Progressive Senator Bernie Sanders often makes headlines for his attacks on billionaires. In August, the independent from Vermont briefly changed his tune, praising Berkshire Hathaway CEO Warren Buffett for an admission nearly 15 years ago that the rich had fought and won a class war.
Buffett, the fourth-wealthiest person on earth, told The New York Times in 2006 that the rich had leveraged their wealth and power to secure a favorable tax code: "There's class warfare, all right, but it's my class, the rich class, that's making war, and we're winning.”
In a new interview, left-leaning author and Omaha, Neb., native Kurt Andersen echoed those glowing remarks about Buffett, calling him “extraordinary” for his acknowledgment of how the wealthy avoid taxes and influence policy in Washington.
“I don't share some of the loathing of each and every billionaire that some of my political friends and allies share,” Andersen says. “He has been extraordinary.”
In 2013, Buffett, another Omaha native, drew attention when he complained of paying a lower tax rate than his secretary. He has not endorsed a candidate in the 2020 presidential race, though he actively campaigned for the two prior Democratic presidential nominees.
‘It wasn’t just a poetic notion’
Andersen, the founder of “Spy” magazine who for two decades hosted a weekly public radio show called “Studio 360,” released a new book in August called “Evil Geniuses,” which examines how wealthy Americans leveraged their power to control federal policy from the 1960s onward.
The remarks from Buffett about class war helped inspire the book, Andersen said.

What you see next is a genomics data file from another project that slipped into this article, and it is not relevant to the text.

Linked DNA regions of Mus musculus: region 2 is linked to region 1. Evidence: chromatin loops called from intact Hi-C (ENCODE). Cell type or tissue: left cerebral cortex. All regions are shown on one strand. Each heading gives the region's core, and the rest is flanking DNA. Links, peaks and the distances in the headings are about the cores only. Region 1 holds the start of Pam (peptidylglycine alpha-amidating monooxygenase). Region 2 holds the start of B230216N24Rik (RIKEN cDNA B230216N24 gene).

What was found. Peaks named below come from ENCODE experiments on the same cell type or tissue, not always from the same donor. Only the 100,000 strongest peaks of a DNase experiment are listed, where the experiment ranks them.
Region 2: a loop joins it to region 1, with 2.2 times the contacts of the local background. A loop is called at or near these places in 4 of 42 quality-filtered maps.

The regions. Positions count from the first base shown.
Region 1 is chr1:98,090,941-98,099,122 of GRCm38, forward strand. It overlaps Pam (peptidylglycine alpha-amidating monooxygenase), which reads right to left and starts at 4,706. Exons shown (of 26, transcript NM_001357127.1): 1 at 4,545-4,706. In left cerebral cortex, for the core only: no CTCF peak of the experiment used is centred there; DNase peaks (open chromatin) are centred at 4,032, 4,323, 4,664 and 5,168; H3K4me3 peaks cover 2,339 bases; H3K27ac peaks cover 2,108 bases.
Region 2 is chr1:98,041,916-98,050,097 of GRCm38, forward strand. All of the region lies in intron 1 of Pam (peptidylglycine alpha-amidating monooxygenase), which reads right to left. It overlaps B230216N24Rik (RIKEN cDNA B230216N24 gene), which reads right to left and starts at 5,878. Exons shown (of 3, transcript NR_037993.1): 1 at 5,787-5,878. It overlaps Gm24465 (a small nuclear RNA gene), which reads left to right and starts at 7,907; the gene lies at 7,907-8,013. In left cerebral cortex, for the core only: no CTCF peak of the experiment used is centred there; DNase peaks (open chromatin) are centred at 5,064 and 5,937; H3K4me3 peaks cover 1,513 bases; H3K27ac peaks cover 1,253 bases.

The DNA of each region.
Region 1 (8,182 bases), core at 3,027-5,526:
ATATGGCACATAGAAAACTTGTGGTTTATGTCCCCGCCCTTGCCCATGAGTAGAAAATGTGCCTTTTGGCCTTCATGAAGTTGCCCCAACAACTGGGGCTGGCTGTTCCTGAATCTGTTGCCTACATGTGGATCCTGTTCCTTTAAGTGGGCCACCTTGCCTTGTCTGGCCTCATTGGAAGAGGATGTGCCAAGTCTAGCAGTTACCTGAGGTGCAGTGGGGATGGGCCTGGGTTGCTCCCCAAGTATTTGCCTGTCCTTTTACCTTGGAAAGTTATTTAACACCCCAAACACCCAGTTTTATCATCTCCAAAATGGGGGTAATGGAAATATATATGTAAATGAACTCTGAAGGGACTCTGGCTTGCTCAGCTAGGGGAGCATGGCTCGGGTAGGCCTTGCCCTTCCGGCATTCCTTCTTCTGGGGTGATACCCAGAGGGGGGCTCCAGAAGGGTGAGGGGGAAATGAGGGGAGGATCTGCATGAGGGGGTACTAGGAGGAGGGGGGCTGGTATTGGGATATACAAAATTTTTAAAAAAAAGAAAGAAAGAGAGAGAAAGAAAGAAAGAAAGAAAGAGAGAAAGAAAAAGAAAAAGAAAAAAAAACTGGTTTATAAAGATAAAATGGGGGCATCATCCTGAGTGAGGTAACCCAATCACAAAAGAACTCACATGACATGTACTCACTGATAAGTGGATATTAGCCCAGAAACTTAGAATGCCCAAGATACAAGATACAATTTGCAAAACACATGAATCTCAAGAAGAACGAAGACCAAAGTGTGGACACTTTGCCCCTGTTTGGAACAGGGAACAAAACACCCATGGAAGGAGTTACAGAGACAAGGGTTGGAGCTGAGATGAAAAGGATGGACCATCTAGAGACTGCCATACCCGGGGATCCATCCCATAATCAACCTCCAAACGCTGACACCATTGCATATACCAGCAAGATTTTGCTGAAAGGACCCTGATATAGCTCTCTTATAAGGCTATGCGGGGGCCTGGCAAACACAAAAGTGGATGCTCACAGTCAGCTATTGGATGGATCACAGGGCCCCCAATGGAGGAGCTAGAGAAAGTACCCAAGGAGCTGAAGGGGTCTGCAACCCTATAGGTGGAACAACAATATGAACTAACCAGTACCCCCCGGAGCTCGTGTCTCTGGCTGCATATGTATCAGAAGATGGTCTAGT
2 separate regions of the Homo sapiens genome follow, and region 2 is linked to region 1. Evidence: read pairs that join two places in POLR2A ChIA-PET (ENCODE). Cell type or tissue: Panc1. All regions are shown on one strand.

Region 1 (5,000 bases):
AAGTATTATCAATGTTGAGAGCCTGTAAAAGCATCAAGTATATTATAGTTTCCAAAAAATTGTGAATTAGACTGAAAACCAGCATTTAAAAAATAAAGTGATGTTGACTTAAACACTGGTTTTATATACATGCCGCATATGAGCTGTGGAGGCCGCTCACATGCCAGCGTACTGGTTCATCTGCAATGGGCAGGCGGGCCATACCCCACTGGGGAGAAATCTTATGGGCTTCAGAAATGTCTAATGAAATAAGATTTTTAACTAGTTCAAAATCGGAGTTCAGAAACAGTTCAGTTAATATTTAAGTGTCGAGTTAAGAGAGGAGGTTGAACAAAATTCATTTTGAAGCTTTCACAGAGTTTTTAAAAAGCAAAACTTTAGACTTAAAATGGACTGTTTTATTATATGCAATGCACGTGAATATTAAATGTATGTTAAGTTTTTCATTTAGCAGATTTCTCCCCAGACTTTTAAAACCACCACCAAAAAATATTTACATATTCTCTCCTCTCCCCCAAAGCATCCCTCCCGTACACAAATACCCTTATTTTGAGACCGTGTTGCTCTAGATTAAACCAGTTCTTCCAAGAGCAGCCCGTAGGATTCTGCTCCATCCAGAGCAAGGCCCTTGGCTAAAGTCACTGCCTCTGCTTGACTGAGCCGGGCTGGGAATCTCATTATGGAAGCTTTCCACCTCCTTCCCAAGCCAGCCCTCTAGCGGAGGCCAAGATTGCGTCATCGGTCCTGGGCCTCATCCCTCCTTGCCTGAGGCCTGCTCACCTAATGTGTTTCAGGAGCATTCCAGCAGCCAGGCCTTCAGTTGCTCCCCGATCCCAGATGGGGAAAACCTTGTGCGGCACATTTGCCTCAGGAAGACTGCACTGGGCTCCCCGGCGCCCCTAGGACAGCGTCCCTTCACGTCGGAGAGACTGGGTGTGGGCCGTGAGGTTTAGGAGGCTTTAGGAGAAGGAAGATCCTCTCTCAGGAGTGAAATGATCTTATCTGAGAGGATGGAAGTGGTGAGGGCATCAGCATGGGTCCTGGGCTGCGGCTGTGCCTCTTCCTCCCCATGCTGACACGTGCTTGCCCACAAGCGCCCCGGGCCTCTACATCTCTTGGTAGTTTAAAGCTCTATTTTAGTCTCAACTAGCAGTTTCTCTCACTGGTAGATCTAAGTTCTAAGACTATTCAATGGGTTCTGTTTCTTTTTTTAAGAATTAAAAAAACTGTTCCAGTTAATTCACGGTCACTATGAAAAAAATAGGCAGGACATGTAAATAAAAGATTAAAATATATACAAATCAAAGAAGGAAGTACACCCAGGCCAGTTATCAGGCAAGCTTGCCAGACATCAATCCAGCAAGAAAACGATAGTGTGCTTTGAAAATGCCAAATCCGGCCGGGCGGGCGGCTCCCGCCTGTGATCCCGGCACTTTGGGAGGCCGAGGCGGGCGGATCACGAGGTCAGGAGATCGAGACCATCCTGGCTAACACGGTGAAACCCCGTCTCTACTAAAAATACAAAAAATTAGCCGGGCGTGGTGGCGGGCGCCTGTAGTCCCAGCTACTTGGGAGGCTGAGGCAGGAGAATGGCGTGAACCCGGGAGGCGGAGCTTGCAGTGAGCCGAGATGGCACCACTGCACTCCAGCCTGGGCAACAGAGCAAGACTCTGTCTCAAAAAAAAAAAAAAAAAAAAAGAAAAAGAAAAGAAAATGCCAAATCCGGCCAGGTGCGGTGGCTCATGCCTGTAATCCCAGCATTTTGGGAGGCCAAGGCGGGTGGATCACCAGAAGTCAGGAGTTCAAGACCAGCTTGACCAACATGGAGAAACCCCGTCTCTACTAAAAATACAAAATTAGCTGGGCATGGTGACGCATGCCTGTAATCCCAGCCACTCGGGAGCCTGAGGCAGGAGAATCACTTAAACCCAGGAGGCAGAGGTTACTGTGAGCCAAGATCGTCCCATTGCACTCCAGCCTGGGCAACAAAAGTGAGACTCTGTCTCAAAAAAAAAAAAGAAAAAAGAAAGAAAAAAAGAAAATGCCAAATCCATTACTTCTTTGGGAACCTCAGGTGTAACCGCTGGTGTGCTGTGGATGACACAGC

“At that moment is when I began thinking and reading and studying more, and ended up in this book,” Andersen says.
“Realizing that it wasn't just a poetic notion,” he adds. “There really was, had been, since the 1970s, a kind of class war on the part of the rich to transform the economy.”
Andersen spoke to Yahoo Finance Editor-in-Chief Andy Serwer in an episode of “Influencers with Andy Serwer,” a weekly interview series with leaders in business, politics, and entertainment.
During the 2020 campaign, President Donald Trump has repeatedly portrayed opponent Joe Biden’s policy agenda as a set of “socialist” measures that would hike taxes and send corporations overseas. The rebuttal from former Vice President Biden in recent days: he already “beat the socialist,” referring to Sanders, whom Biden defeated in the Democratic primary.
Biden’s tax plan would raise the top individual tax rate from 37% to 39.6%, according the Tax Policy Center. People with income greater than $1 million could face long-term capital gains rates of up to 39.6%, up from 20%.
Under the tax cut signed into law by Trump in 2017, the corporate tax rate fell from 35% to 21%. Biden’s tax proposal would raise the corporate tax rate to 28%, a midway point between current and pre-Trump levels.
Andersen called Biden a “moderate candidate” who will follow the Democratic party line but noted the party has “moved significantly to the left” over the past decade.
“He will do what his party wants,” Andersen predicted.